TIFF 2022 | Women Talking (Sarah Polley, Canada) — Special Presentations

By Winnie Wang

The nocturnal attacks against the Mennonite girls and women, it turns out, weren’t ghosts or retributions for their sins, but a recurring collective nightmare in the form of repeated sexual assaults carried out by men armed with animal tranquillizers. After one assailant is identified and threatened with a scythe, the men of the colony are escorted into the city by police for their safety, leaving the women to determine their next steps: stay and fight, or leave. In a hayloft as debate hall, eight members of the Friesen and Loewen families gather to discuss their futures over the course of a day, considering the possibility of forgiveness, justice, and reform alongside their pacifist beliefs. August (Ben Whishaw), a male schoolteacher who can read and write, is tasked with the responsibility of producing a written artifact of their conversation.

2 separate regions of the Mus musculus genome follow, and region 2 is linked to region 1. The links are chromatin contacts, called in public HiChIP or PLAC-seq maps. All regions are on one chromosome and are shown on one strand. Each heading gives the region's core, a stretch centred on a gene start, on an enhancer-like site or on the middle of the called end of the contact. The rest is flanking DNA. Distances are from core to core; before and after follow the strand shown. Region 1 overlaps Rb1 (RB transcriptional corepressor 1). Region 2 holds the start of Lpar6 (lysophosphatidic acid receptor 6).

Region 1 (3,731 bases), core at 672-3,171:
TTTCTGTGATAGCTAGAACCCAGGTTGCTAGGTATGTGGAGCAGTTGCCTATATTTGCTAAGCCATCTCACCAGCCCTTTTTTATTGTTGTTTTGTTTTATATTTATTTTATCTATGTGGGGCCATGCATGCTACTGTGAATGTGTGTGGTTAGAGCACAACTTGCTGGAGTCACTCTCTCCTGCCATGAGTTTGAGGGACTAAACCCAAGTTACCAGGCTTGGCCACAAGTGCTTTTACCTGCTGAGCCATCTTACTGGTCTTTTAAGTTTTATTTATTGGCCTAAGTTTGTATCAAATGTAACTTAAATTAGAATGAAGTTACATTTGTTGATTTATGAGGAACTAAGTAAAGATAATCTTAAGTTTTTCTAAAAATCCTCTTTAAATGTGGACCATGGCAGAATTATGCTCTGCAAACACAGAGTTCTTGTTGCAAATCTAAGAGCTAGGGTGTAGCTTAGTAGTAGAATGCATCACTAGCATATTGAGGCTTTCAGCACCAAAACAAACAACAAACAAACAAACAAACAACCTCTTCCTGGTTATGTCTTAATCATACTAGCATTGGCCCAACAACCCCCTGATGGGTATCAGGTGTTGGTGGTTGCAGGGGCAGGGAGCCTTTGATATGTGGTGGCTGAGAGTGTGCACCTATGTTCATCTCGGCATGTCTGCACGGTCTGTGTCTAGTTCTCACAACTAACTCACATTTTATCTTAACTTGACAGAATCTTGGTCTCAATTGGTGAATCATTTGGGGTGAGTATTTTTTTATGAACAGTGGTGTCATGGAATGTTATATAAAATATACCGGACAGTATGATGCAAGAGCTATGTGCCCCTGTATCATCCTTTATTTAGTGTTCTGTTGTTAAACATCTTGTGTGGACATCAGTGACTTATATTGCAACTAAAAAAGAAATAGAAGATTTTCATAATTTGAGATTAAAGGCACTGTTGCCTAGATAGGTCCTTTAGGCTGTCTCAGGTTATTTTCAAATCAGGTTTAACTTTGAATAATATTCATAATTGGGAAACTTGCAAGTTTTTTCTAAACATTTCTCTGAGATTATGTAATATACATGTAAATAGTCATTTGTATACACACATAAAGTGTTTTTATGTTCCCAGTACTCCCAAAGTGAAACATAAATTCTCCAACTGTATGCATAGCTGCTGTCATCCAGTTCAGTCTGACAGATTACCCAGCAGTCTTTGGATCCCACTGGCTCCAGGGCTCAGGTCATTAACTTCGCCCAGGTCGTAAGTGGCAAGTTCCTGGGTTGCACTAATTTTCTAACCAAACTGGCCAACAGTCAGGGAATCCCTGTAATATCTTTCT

In adapting Miriam Toews’ 2018 novel, Sarah Polley inherits the challenge of calibration: balancing practicalities with abstractions, the profound with the trivial, grief and sorrow with joy and hilarity in order to craft an animated discussion that resists platitudinous assertions. Indeed, Polley’s ensemble cast—comprised of Claire Foy, Jessie Buckley, Rooney Mara, Michelle McLeod, Sheila McCarthy, Judith Ivey, Liv McNeil, and Kate Hallett—depict differing shades of fury, hope, and resignation to reveal messy and often contradictory desires. And the two youngest members of the assembly, with their practical jokes and mischief and roaring laughter, offer not only moments of levity between impassioned monologues, but a reminder of futurity and the implications of the final decision. Beyond the performances, though, Women Talking lacks a certain nuance that distinguishes the source material from banal observations about the politics of sex and gender. The film races towards a swift resolution, seldom sparing time for digressions or subtlety with its muted visuals, lengthy exposition, and cuts to bloodstained nightgowns. Through heavy-handed direction, Polley leaves an artifact of her own that dilutes Toews’ exhilarating ideas to reproduce familiar arguments in the discursive arena.